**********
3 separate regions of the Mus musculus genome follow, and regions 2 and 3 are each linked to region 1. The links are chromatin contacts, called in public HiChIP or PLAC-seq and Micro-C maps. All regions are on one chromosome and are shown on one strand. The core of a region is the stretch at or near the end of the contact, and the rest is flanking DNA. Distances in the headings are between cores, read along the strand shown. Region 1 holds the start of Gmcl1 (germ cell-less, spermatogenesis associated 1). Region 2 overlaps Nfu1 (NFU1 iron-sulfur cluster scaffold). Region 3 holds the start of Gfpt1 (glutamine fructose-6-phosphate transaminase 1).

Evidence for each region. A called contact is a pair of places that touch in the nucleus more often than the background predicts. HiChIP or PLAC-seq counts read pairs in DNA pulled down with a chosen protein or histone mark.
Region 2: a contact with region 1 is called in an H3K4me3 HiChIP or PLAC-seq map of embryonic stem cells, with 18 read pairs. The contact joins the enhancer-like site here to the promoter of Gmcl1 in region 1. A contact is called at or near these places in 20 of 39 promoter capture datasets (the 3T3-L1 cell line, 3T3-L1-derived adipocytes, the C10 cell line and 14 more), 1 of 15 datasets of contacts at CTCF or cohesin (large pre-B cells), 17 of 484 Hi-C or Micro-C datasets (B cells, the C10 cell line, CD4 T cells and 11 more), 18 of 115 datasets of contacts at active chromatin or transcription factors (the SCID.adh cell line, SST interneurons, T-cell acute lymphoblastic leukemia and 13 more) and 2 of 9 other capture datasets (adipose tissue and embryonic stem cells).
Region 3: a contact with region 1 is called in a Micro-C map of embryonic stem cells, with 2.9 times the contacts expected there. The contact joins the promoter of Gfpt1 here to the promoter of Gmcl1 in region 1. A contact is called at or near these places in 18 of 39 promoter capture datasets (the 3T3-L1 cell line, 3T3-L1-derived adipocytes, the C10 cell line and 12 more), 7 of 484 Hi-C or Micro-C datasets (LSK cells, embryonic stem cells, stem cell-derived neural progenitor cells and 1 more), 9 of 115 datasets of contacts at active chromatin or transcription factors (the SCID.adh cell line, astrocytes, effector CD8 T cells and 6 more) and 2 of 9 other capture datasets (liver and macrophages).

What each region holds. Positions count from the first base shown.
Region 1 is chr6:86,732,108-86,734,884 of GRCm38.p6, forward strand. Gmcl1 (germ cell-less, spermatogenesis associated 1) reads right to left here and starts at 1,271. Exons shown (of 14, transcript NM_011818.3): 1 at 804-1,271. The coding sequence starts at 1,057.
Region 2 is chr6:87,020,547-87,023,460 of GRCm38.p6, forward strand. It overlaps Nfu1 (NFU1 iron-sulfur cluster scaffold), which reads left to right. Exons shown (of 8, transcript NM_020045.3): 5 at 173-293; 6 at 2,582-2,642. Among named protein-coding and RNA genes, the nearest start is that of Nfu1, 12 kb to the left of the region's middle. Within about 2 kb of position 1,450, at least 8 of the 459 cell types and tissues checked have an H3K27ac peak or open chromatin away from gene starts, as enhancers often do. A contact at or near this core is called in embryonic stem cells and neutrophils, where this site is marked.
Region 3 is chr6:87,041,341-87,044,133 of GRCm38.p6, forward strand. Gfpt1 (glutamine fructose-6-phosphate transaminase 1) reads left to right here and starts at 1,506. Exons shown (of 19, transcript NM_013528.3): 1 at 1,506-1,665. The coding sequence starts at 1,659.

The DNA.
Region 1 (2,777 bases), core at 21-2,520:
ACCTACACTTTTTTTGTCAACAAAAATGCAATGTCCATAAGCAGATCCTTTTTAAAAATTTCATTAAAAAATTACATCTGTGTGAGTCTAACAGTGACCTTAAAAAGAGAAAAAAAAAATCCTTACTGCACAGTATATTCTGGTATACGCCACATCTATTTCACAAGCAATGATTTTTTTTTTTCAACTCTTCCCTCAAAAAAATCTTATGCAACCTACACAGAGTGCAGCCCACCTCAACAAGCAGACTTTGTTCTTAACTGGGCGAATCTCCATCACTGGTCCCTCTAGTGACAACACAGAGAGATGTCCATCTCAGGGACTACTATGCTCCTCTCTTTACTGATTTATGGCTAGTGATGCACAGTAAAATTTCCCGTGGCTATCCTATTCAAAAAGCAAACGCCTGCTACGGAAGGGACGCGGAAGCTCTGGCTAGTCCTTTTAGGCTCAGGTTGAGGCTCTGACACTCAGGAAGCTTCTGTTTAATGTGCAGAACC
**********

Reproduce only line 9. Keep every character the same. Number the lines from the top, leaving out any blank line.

The DNA.